What technologies are most in demand?

Mobile security, big data, cloud and forensics are highly sought after. In today’s cyber world, it’s not a matter of if you’ll get breached; it’s a matter of when and how serious will your data compromise be.

In which technologies is demand dying?

That’s an open question. I don’t like the term dying. Antiquated would be a better word. Many companies still are not embracing information security and IT risk the way they should or their technologies may be older or outdated. These older technologies and solutions aren’t in demand with companies truly embracing cyber security or staying on the cutting edge. However, if you’re one of the companies that doesn’t have the resources right now or doesn’t have the manpower to implement current technologies, the older technologies will have to work for you.

Who was the last security person you hired and what set that candidate apart from the pack?

It was a director of information security for a mid-sized company. This company had a security platform, but it was somewhat antiquated. They knew their growth had gotten to the point where they needed to really step up cyber security. The hired candidate understood the business and their technology. They were able to communicate to the hiring authorities what could be done and really sold them on the fact that it wasn’t going to cost nearly as much money or take nearly as much time as they thought to institute and implement the needed changes. They loved that since he was so down to earth and spoke non-technical because the upper managers knew little about cyber security.

How has your department changed and how do you expect it to change in the future?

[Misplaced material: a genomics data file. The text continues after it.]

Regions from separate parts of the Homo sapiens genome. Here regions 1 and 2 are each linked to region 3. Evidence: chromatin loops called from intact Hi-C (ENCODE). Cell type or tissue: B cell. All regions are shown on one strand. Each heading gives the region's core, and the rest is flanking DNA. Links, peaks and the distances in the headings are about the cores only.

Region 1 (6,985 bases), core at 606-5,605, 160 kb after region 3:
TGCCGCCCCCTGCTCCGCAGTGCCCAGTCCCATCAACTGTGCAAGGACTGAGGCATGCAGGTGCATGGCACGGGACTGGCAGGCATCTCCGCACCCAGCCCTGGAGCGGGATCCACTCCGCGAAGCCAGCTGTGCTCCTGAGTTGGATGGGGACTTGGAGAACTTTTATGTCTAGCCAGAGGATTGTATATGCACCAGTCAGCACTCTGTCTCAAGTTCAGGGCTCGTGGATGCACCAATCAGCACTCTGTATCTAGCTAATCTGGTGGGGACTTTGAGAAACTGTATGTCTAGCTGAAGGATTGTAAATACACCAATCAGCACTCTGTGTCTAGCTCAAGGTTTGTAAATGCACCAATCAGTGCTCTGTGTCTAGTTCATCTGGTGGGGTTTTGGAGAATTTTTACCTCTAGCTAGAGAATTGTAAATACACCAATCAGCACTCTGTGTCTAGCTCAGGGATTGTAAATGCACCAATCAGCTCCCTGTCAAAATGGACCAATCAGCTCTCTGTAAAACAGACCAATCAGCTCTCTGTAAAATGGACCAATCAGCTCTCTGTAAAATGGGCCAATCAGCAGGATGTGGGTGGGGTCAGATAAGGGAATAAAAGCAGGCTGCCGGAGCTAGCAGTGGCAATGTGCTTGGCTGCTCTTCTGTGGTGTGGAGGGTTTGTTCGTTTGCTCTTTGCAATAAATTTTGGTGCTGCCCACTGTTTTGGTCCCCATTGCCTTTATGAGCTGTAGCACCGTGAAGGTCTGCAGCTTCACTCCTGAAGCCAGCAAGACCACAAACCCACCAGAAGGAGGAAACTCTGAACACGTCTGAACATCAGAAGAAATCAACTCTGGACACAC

The security niche is ever evolving, which means you must stay abreast of industry trends related to information security and IT risk. By doing this, I am able to understand a client’s security specs and what it is they really need in a candidate. Then I’m able to communicate that to a possible candidate. At the same time, I am able to understand what a candidate’s skills are and if and how they relate to my open search with that client. I don’t use job boards to recruit, so I have and will continue to use various social networks, networking and referrals.

Without naming specifics, what are the biggest security threats for companies?

Their employees! I don’t mean that they’re purposely trying to hack into systems, but many times they do not follow the corporate policies and procedures related to security. This can be especially true with younger employees who want to be on Facebook, Twitter, et cetera, or employees who are trying to take short cuts. I’ve got a really good friend who teaches and trains people in security awareness around the country. It’s a matter of educating your employees as to what to do and what not to do. Another serious threat corporations face today is advanced persistent threats.